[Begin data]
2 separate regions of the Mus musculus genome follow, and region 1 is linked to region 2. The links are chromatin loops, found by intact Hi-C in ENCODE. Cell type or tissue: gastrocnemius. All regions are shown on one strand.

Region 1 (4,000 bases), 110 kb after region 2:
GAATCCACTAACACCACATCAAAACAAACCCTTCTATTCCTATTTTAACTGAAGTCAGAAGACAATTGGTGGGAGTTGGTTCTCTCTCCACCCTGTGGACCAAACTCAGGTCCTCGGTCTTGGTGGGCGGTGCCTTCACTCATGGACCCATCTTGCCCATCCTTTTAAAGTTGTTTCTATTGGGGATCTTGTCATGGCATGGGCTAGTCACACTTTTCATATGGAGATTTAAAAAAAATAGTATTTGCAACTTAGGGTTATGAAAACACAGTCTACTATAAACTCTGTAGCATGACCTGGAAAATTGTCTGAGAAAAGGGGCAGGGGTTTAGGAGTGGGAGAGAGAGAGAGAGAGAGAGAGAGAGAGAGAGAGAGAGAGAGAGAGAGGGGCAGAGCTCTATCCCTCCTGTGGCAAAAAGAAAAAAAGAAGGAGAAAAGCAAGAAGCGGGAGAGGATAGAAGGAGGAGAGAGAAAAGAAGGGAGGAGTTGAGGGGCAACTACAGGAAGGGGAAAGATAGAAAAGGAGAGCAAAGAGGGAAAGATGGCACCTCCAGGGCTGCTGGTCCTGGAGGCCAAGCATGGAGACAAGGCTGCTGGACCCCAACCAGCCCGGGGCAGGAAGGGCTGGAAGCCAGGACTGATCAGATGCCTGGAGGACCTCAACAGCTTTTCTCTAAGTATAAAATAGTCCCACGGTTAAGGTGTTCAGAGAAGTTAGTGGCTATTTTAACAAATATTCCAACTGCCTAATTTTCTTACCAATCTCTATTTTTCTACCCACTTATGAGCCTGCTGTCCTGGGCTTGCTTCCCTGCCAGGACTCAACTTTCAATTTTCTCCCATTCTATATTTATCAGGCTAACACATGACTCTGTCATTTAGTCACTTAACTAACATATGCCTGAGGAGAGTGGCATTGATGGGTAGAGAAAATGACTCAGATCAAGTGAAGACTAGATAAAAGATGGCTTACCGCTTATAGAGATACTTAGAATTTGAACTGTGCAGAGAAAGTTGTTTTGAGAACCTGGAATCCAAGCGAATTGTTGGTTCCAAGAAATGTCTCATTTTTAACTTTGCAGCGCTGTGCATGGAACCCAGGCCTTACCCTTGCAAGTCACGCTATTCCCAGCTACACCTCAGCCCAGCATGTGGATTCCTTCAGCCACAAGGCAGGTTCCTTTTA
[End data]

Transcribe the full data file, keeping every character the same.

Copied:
2 separate regions of the Mus musculus genome follow, and region 1 is linked to region 2. The links are chromatin loops, found by intact Hi-C in ENCODE. Cell type or tissue: gastrocnemius. All regions are shown on one strand.

Region 1 (4,000 bases), 110 kb after region 2:
GAATCCACTAACACCACATCAAAACAAACCCTTCTATTCCTATTTTAACTGAAGTCAGAAGACAATTGGTGGGAGTTGGTTCTCTCTCCACCCTGTGGACCAAACTCAGGTCCTCGGTCTTGGTGGGCGGTGCCTTCACTCATGGACCCATCTTGCCCATCCTTTTAAAGTTGTTTCTATTGGGGATCTTGTCATGGCATGGGCTAGTCACACTTTTCATATGGAGATTTAAAAAAAATAGTATTTGCAACTTAGGGTTATGAAAACACAGTCTACTATAAACTCTGTAGCATGACCTGGAAAATTGTCTGAGAAAAGGGGCAGGGGTTTAGGAGTGGGAGAGAGAGAGAGAGAGAGAGAGAGAGAGAGAGAGAGAGAGAGAGAGAGGGGCAGAGCTCTATCCCTCCTGTGGCAAAAAGAAAAAAAGAAGGAGAAAAGCAAGAAGCGGGAGAGGATAGAAGGAGGAGAGAGAAAAGAAGGGAGGAGTTGAGGGGCAACTACAGGAAGGGGAAAGATAGAAAAGGAGAGCAAAGAGGGAAAGATGGCACCTCCAGGGCTGCTGGTCCTGGAGGCCAAGCATGGAGACAAGGCTGCTGGACCCCAACCAGCCCGGGGCAGGAAGGGCTGGAAGCCAGGACTGATCAGATGCCTGGAGGACCTCAACAGCTTTTCTCTAAGTATAAAATAGTCCCACGGTTAAGGTGTTCAGAGAAGTTAGTGGCTATTTTAACAAATATTCCAACTGCCTAATTTTCTTACCAATCTCTATTTTTCTACCCACTTATGAGCCTGCTGTCCTGGGCTTGCTTCCCTGCCAGGACTCAACTTTCAATTTTCTCCCATTCTATATTTATCAGGCTAACACATGACTCTGTCATTTAGTCACTTAACTAACATATGCCTGAGGAGAGTGGCATTGATGGGTAGAGAAAATGACTCAGATCAAGTGAAGACTAGATAAAAGATGGCTTACCGCTTATAGAGATACTTAGAATTTGAACTGTGCAGAGAAAGTTGTTTTGAGAACCTGGAATCCAAGCGAATTGTTGGTTCCAAGAAATGTCTCATTTTTAACTTTGCAGCGCTGTGCATGGAACCCAGGCCTTACCCTTGCAAGTCACGCTATTCCCAGCTACACCTCAGCCCAGCATGTGGATTCCTTCAGCCACAAGGCAGGTTCCTTTTA